On 26 February 2013, and in this forum, Lyle Winters issued a challenge to atheists to deal with certain unanswerable questions he posed.
“1. Since science confirms that matter cannot suddenly appear out of nothing, how then did the Big Bang occur, randomly, by complete chance, and without any substance there to cause this science-fiction reaction?
2. Some atheists then fall back onto their new theory, that there was something there already, some portion of matter, two or three elements at most (so they conclude), and that somehow that small amount of matter spinning incredibly fast, suddenly, and without warning, just exploded/expanded and those few elements miraculously created all the other Periodic Table elements in a flash. So here are the questions for this point:
a. Who put the substance there in the first place, since it could not have created itself?
b. If you believe that the matter was simply always there, then why can you not believe that God was?
c. How did all the elements across our known universe suddenly form out of only a few?
d. Without using some overly-complex mathematical equation that you don't even understand, how do you explain why it happened in the first place?”
Winters confidently assumes that the questions he raises poses a challenge only to atheists. He is wrong. Even if one accepts that some divine being may have created the universe, this only serves to beg the same crucial and equally inconvenient question: Who created the divine being in the first place? If Winters accepts that matter cannot suddenly appear out of nothing, why should the same science not apply to divine beings?
Clearly, the questions posed by Winters take the matter no further. If those who believe in a divine being can accept that such being emerged from nothing or can accept that He was always there, then surely they cannot be heard to complain if atheists are unable to account for the origin of the original matter from which the universe was made. Nonetheless, Winters fails to deal with the essential question of the origin of the Creator and he fails to explain this critical omission.
Alternatively stated, those who would argue that the origin of the creator is too complex to be understood or that it defies explanation must of necessity concede that nothing turns on the inability of atheists to explain the origin of the original matter of which the universe is made.
None of us were there when such matter or the Creator, as the case may be, first appeared. It is illogical to conclude that our inability to explain the origin of such matter or that of the Creator necessarily compels us to conclude that it was indeed a divine being which created the universe.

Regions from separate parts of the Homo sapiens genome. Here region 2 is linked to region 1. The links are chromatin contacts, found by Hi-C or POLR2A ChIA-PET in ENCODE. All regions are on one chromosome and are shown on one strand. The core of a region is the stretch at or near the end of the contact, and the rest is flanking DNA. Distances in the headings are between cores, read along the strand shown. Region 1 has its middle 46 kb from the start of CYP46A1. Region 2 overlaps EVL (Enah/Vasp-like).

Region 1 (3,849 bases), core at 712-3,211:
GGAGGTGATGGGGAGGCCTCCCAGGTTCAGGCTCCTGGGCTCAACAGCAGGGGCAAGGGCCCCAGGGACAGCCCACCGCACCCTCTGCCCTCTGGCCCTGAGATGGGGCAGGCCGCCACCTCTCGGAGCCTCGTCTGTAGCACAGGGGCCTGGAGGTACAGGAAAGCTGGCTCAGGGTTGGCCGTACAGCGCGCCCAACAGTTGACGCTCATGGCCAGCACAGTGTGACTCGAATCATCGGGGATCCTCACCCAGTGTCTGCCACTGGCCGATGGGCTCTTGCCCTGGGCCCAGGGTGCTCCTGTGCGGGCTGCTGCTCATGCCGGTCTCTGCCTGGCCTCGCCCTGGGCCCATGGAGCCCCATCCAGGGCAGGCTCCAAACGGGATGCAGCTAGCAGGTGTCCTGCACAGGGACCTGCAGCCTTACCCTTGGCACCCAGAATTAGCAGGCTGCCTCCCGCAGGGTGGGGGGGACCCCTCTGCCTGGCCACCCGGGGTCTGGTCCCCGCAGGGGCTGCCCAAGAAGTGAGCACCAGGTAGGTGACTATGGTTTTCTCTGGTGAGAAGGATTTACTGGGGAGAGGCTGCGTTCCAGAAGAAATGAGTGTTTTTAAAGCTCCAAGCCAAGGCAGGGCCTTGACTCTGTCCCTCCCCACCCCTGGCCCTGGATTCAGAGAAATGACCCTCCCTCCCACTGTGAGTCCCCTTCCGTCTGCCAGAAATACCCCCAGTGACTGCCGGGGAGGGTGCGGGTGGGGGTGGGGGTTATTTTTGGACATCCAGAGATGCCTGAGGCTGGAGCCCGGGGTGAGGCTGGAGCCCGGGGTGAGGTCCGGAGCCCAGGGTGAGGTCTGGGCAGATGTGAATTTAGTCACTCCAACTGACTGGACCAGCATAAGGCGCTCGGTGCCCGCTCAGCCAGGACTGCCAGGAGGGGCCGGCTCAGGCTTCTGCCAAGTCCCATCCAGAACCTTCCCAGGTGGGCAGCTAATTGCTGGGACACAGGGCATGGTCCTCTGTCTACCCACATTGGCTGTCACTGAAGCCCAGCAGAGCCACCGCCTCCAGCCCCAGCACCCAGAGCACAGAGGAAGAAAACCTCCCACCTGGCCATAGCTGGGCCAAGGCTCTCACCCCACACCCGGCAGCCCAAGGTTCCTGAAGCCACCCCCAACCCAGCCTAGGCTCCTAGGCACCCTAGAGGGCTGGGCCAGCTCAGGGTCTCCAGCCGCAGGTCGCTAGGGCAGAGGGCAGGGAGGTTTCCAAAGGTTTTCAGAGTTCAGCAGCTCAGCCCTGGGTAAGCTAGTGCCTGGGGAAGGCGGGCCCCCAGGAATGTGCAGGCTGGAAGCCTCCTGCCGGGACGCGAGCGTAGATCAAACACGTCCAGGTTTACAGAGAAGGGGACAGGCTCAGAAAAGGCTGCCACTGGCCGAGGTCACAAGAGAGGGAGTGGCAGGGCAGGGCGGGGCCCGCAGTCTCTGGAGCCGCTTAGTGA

But there are other relevant possibilities which Winters, and other religious apologists, never seem to consider. Even if one were, for the sake of argument, to accept that there may once have existed a “divine” being of sorts, that does not necessarily mean that such being necessarily exists today. Who is to say that such being was necessarily blessed with immortality?
Nor is it a given that if there was a divine being, that He was necessarily responsible for creating the entire universe. Such being may simply have started a chain reaction which continued long after He may have ceased to exist.
If there is a being who created the first matter, who is to say that such being had anything to do with the solar system or that he created Man. For all we know, such being could now be dead or it could be that his existence is presently limited to a very distant part of the universe.
Who could categorically deny the possibility that, if there is a Creator lurking elsewhere in the universe, such Creator might not be oblivious to the existence of Man or the Earth? Surely it makes no sense to worship a Creator who no longer exists, or one who does exist, but who is unaware of our existence. The failure of religious types to consider any of these questions is nothing short of astonishing.
Instead, having concluded that there must have been a Creator, they then automatically assume that he was necessarily immortal, omnipotent, omniscient and that he must have made the entire universe.
Many simply accept, without question, that the Creator is necessarily good rather than evil. Who is to say they are correct? If one considers disease, earthquakes, drought and famine, to mention but a few phenomenon which cause misery to millions on earth, it is surely open to us to question whether the creator of the earth, if there is one, is necessarily good or is necessarily worthy of being worshipped.
Less than a century ago, it was believed that dragons and other perils lurked beyond the charted parts of the known world. Today, it is apparent that those who held such beliefs were simply victims of their own infinite ignorance.
We should never allow our ignorance about the origins of the universe to compel us to accept that our present inability to explain such origins leaves us with no choice but to believe in the existence of God. It seems that humans have a desire to invent powerful creatures and forces to inhabit that which is unknown or poorly understood. This is neither sensible nor is it scientific.
Nonetheless, this does not stop Winters from criticising atheists for allegedly adopting a non-scientific approach in support of their theories.
What Winters fails to appreciate is that one cannot prove the existence of God by attacking the theories held by those who do not believe in God.
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